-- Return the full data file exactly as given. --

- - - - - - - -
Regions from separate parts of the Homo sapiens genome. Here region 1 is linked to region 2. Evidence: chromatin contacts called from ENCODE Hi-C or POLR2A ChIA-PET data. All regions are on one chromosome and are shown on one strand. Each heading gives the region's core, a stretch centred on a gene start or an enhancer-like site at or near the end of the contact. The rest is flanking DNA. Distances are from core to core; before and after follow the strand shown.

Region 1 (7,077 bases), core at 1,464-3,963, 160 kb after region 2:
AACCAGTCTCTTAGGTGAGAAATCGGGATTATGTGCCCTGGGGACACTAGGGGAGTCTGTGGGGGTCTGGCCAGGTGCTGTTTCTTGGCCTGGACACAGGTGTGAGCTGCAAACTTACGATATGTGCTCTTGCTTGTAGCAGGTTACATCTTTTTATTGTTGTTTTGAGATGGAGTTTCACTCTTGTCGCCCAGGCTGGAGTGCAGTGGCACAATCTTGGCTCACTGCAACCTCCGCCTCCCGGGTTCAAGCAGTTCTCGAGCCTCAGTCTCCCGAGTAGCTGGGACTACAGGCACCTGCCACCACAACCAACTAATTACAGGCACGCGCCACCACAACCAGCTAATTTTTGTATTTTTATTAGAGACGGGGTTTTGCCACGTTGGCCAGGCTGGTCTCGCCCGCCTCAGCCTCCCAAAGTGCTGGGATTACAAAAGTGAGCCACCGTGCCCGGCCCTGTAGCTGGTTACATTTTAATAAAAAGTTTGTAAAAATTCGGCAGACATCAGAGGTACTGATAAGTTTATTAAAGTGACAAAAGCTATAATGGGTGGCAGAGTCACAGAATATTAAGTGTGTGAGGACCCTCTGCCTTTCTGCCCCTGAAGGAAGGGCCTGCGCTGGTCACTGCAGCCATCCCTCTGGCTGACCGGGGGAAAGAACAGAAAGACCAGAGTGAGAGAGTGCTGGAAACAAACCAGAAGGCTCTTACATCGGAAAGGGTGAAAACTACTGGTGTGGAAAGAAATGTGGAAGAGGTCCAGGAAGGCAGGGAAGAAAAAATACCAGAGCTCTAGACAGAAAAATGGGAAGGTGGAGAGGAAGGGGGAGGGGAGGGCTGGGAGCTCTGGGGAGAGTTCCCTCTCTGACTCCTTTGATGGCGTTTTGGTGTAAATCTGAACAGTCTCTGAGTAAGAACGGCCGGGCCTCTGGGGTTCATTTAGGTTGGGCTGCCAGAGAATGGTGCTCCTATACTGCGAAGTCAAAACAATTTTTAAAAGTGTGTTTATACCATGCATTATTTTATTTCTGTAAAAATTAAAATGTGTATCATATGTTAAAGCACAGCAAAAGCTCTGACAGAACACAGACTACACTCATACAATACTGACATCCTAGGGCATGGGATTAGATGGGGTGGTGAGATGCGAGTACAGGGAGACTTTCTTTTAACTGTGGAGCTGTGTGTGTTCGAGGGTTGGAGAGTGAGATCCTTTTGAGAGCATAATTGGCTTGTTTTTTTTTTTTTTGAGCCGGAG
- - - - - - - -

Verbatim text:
Regions from separate parts of the Homo sapiens genome. Here region 1 is linked to region 2. Evidence: chromatin contacts called from ENCODE Hi-C or POLR2A ChIA-PET data. All regions are on one chromosome and are shown on one strand. Each heading gives the region's core, a stretch centred on a gene start or an enhancer-like site at or near the end of the contact. The rest is flanking DNA. Distances are from core to core; before and after follow the strand shown.

Region 1 (7,077 bases), core at 1,464-3,963, 160 kb after region 2:
AACCAGTCTCTTAGGTGAGAAATCGGGATTATGTGCCCTGGGGACACTAGGGGAGTCTGTGGGGGTCTGGCCAGGTGCTGTTTCTTGGCCTGGACACAGGTGTGAGCTGCAAACTTACGATATGTGCTCTTGCTTGTAGCAGGTTACATCTTTTTATTGTTGTTTTGAGATGGAGTTTCACTCTTGTCGCCCAGGCTGGAGTGCAGTGGCACAATCTTGGCTCACTGCAACCTCCGCCTCCCGGGTTCAAGCAGTTCTCGAGCCTCAGTCTCCCGAGTAGCTGGGACTACAGGCACCTGCCACCACAACCAACTAATTACAGGCACGCGCCACCACAACCAGCTAATTTTTGTATTTTTATTAGAGACGGGGTTTTGCCACGTTGGCCAGGCTGGTCTCGCCCGCCTCAGCCTCCCAAAGTGCTGGGATTACAAAAGTGAGCCACCGTGCCCGGCCCTGTAGCTGGTTACATTTTAATAAAAAGTTTGTAAAAATTCGGCAGACATCAGAGGTACTGATAAGTTTATTAAAGTGACAAAAGCTATAATGGGTGGCAGAGTCACAGAATATTAAGTGTGTGAGGACCCTCTGCCTTTCTGCCCCTGAAGGAAGGGCCTGCGCTGGTCACTGCAGCCATCCCTCTGGCTGACCGGGGGAAAGAACAGAAAGACCAGAGTGAGAGAGTGCTGGAAACAAACCAGAAGGCTCTTACATCGGAAAGGGTGAAAACTACTGGTGTGGAAAGAAATGTGGAAGAGGTCCAGGAAGGCAGGGAAGAAAAAATACCAGAGCTCTAGACAGAAAAATGGGAAGGTGGAGAGGAAGGGGGAGGGGAGGGCTGGGAGCTCTGGGGAGAGTTCCCTCTCTGACTCCTTTGATGGCGTTTTGGTGTAAATCTGAACAGTCTCTGAGTAAGAACGGCCGGGCCTCTGGGGTTCATTTAGGTTGGGCTGCCAGAGAATGGTGCTCCTATACTGCGAAGTCAAAACAATTTTTAAAAGTGTGTTTATACCATGCATTATTTTATTTCTGTAAAAATTAAAATGTGTATCATATGTTAAAGCACAGCAAAAGCTCTGACAGAACACAGACTACACTCATACAATACTGACATCCTAGGGCATGGGATTAGATGGGGTGGTGAGATGCGAGTACAGGGAGACTTTCTTTTAACTGTGGAGCTGTGTGTGTTCGAGGGTTGGAGAGTGAGATCCTTTTGAGAGCATAATTGGCTTGTTTTTTTTTTTTTTGAGCCGGAG